In 2021, when we arrived in British Columbia, an old friend from school wrote a message to Marcus to get him in contact with Simon, a fellow preparing his sailboat for a long trip and who had a few questions to ask. He was planning to sail around Vancouver Island with his family during the summer, so we expected to meet them somewhere in a bay… Unfortunately, we were never able to catch up with him. He was always somewhere ahead of us. It ended up he was the one answering our questions about the anchorages around the island! Still, we kept contact during the winter… In spring, he undertook sailing down the West Coast of America. Will we ever meet him one day?
When we arrived in San Francisco, we found out he wasn’t far, but still and always ahead of us. One might believe he was trying to avoid us!!! Against all expectations, in San Luis Obispo Bay, we finally had the chance to make acquaintance with sailing vessel Renard’s Québécois crew with whom we had been communicating on social media since more than a year! It’s great, for their two kids are the same age as our two youngest, Alice and Florence. It was so special to be with them after such a long virtual presentation! We were pleased to continue our way towards Mexico with them. Plus, in the Channel Islands, we met the Mandolyn crew once again! Those moments with boat friends are very precious, a big plus for all the family. It brings friendships for the youngest, diving or hiking companions for the eldest and great moments for everyone.
During their hikes, the kids had the chance to encounter sea lions and sea elephants!
One afternoon, as we were preparing a dinner with the Renard’s Crew, Marcus noticed that a catamaran was moving in an unusual way. Faithful to himself, he took his binoculars and looked at the situation more attentively. Indeed, the boat was drifting away and nobody was onboard. Was it dragging its anchor? Marcus quickly prepared a chain, a rope and a spare anchor. He then left with Thomas so they could try to secure the catamaran. Simon, Renard’s Captain, went with them to help out. When Marcus finally tried to lift up the anchor, he realized the line that was supposed to secure the boat was cut. Nothing was found at the other end of the rope. Oh no! That’s not going to be easy! To know more about this story, read Thomas’s article:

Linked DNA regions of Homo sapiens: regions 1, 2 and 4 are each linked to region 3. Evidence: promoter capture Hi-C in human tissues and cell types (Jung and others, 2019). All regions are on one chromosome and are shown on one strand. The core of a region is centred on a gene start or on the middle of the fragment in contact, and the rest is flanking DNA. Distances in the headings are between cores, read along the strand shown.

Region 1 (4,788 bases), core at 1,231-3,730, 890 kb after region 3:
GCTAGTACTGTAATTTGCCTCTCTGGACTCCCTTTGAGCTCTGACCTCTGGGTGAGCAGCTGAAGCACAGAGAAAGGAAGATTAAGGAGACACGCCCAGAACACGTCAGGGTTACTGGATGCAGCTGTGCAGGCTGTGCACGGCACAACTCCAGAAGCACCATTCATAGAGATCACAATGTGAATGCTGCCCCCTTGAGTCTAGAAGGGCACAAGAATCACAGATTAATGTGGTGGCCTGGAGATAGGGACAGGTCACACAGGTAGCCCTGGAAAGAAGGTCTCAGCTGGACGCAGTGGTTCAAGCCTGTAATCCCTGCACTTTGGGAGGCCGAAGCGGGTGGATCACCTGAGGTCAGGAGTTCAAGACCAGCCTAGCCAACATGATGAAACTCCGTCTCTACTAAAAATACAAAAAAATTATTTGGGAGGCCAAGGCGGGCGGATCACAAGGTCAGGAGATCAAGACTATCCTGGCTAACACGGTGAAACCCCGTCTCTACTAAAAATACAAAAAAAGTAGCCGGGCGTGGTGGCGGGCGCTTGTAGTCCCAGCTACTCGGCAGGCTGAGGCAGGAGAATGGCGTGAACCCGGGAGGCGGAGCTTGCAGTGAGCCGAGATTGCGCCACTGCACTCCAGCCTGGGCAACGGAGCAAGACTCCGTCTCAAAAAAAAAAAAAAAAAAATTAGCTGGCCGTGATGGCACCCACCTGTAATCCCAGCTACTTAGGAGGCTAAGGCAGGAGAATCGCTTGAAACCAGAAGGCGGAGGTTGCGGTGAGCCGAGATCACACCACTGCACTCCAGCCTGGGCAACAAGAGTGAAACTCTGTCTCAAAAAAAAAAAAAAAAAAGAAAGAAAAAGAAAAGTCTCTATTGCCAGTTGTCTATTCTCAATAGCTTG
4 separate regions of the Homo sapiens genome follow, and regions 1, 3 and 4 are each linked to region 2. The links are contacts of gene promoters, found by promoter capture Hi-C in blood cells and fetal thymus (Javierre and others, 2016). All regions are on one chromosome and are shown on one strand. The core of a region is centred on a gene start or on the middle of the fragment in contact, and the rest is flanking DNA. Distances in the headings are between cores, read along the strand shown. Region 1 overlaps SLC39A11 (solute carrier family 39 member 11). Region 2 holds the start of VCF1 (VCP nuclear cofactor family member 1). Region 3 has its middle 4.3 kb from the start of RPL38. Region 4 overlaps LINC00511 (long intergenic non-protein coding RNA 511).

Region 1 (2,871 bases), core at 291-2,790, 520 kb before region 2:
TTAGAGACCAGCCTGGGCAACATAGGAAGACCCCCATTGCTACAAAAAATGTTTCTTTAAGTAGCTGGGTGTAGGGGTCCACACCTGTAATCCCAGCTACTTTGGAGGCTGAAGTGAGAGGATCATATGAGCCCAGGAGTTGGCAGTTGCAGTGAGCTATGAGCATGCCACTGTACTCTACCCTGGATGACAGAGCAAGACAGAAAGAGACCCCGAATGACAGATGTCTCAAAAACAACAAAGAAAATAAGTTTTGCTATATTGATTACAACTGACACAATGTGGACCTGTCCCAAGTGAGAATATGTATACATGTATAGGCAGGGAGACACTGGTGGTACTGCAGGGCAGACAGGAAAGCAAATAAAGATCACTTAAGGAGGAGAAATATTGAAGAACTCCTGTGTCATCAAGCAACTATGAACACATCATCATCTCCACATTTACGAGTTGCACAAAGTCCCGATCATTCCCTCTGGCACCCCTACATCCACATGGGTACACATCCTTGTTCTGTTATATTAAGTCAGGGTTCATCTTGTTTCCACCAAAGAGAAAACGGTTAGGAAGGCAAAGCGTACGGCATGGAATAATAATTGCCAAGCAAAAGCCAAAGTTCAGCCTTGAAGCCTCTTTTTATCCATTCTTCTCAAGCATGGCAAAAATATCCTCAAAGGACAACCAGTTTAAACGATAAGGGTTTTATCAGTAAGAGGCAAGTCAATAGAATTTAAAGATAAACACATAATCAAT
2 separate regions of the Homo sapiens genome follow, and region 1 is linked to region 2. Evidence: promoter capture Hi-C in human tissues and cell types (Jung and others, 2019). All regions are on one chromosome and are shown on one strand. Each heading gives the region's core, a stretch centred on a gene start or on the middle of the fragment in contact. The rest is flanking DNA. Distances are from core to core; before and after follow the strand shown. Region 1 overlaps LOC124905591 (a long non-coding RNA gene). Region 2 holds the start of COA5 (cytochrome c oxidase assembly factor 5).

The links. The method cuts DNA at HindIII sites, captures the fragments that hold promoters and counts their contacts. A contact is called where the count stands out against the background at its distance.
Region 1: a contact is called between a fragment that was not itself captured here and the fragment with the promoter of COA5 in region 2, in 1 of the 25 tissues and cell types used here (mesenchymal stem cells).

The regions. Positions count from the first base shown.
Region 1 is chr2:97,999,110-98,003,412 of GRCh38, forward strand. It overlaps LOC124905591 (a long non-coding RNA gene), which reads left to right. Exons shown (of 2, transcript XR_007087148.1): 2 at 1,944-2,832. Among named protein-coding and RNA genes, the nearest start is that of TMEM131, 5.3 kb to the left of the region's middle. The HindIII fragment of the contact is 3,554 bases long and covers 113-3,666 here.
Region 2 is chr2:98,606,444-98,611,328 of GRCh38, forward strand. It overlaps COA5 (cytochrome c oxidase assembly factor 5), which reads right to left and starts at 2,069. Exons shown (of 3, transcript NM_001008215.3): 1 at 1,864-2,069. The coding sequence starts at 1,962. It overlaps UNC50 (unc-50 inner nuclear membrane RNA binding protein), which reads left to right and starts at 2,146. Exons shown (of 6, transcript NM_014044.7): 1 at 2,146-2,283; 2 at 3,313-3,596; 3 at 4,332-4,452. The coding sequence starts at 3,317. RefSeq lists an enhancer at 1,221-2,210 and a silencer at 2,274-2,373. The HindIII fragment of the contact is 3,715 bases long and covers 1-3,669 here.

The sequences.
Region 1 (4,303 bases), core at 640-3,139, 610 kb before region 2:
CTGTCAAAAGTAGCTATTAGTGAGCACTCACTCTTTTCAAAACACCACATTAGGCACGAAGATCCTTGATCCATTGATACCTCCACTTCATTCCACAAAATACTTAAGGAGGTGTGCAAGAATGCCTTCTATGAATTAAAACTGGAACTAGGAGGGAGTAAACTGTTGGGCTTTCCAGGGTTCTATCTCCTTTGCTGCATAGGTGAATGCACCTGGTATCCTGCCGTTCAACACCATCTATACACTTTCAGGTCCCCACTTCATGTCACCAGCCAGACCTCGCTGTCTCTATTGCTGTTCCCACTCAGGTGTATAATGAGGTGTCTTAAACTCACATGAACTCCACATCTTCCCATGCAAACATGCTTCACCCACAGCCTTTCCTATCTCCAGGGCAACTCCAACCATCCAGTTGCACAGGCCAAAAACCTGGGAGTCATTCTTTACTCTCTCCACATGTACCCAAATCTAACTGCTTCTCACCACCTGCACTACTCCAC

In the end, we left these beautiful islands behind us and made a last short stop at Santa Barbara where we resupplied the boat before sailing down to Mexico. It won’t be a long passage, but still. Many trips at the grocery were required, with very full backpacks. We have a weird look with those old backpacks, and the fact we were buying so much food leaded people to confusion. They somehow seemed very surprised to see our long procession marching down the streets where everyone usually travel in luxurious cars and wear high heels! A genuine wealthy city! It reminded me the soap operas our aunts used to watch on TV!
Well, here is. We hadn’t considered doing all these stops on the West Coast of the USA. But in the end, it was very pleasant. We encountered cheerful people and made extraordinary discoveries!
Next stop: Ensenada in Mexico!
Here are short videos edited by Charlotte showing her hikes in the Channel Islands and the resupplying of Pinocchio in Santa Barbara!